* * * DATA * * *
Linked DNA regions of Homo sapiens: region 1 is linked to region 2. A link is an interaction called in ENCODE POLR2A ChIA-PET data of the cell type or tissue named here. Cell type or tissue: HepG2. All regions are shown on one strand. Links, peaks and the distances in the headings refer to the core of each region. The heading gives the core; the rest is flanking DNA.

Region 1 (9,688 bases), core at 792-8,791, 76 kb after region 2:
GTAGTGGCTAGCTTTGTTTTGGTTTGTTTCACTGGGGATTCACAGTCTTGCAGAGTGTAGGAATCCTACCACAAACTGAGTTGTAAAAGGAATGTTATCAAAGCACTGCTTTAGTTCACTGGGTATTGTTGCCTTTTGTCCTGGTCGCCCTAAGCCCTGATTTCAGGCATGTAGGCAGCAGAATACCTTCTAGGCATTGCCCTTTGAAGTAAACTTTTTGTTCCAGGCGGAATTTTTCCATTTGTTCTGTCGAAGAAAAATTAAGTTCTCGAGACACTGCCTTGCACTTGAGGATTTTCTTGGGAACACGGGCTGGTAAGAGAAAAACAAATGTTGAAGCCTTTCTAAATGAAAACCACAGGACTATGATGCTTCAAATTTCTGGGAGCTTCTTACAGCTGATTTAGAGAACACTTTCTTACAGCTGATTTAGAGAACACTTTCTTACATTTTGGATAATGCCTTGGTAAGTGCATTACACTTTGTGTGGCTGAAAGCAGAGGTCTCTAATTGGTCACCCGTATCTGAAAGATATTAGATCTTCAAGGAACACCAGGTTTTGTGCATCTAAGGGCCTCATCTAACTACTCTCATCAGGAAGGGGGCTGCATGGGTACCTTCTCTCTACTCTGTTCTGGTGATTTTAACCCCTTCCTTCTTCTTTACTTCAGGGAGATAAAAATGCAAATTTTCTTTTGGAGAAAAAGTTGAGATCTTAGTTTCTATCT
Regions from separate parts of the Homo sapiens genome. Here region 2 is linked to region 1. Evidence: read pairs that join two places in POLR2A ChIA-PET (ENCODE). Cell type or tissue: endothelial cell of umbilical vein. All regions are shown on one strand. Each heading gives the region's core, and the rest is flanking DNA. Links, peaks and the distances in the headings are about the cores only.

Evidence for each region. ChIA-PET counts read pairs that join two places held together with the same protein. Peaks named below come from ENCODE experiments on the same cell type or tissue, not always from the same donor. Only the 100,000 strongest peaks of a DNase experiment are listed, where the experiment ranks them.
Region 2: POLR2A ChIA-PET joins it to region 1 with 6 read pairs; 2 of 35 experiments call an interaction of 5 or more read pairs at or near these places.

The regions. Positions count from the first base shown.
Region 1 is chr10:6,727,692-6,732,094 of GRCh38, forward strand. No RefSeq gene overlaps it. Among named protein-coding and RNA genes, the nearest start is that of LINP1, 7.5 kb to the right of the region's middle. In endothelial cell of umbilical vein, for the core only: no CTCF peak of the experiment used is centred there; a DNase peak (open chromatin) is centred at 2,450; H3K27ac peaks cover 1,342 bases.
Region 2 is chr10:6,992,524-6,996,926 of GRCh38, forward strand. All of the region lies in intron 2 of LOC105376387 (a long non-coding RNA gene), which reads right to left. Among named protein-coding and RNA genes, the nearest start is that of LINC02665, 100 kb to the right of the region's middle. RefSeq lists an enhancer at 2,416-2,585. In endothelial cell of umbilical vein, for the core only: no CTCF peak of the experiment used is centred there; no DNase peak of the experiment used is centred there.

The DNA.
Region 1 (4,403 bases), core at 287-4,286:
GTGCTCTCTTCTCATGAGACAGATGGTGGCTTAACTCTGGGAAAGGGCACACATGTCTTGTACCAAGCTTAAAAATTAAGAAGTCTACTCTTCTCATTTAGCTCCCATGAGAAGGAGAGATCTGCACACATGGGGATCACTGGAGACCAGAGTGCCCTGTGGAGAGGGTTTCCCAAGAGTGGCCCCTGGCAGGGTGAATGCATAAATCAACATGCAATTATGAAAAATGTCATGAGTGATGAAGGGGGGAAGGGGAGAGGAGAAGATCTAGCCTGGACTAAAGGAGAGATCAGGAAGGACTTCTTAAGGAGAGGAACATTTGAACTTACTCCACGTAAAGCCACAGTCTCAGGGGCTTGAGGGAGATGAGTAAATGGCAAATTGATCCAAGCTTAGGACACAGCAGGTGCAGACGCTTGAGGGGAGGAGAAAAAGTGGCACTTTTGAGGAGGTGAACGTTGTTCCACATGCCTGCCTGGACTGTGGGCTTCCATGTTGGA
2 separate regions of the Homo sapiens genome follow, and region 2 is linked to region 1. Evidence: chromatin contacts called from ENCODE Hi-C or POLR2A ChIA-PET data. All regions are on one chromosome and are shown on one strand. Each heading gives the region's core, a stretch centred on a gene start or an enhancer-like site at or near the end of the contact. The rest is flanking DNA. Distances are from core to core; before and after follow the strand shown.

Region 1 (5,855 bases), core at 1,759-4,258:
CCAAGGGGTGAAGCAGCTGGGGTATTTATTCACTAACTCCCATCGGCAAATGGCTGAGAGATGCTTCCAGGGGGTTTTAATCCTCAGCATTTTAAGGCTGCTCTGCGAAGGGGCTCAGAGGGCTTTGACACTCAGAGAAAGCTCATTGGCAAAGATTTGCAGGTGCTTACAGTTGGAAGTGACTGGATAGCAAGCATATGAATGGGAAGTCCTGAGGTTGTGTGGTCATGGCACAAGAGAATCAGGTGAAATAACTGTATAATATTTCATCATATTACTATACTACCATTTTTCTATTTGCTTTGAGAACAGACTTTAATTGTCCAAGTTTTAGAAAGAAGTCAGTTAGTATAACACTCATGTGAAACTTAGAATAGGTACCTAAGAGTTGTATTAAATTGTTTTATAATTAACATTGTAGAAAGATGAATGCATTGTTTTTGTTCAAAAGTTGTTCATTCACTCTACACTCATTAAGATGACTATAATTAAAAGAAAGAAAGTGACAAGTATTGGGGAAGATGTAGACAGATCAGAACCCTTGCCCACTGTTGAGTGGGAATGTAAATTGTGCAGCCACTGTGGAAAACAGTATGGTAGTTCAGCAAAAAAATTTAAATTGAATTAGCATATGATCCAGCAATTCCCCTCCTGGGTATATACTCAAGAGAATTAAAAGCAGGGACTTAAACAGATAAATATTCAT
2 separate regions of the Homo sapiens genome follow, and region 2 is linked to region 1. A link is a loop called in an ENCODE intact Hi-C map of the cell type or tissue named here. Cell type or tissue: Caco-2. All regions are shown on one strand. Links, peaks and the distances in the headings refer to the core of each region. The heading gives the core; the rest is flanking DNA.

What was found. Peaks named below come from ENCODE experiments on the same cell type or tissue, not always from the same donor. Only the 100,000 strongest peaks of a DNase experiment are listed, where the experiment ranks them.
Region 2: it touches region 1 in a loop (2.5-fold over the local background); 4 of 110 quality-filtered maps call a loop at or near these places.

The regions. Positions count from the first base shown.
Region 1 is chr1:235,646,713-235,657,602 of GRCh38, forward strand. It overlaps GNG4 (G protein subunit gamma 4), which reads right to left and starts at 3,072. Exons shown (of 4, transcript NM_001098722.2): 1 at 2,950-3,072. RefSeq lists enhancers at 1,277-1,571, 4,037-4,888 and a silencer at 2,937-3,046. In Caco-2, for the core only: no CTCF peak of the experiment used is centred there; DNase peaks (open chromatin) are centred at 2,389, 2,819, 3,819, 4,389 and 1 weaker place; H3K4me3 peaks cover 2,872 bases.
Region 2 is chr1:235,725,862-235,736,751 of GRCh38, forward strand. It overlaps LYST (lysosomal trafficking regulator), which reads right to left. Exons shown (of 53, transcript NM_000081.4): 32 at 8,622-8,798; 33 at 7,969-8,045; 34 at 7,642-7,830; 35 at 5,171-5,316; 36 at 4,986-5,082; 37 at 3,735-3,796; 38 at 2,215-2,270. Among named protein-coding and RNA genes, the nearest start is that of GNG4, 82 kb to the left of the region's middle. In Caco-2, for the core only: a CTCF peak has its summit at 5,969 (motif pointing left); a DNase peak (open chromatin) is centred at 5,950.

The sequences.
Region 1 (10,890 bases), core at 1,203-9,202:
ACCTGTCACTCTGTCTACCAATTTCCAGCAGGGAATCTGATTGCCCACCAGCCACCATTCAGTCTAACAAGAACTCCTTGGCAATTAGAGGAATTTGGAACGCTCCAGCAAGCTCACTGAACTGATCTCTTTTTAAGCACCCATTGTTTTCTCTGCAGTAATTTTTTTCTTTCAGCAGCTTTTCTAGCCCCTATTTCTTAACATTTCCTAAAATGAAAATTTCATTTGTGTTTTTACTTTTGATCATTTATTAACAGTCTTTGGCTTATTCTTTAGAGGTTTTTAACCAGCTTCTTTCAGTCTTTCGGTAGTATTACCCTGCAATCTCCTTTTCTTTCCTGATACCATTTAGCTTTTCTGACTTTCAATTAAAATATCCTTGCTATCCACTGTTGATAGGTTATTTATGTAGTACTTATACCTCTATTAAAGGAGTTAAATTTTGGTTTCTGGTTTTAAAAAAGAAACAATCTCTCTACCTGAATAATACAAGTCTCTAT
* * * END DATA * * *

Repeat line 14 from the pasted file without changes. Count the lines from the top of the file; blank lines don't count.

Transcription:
Region 1 (5,855 bases), core at 1,759-4,258: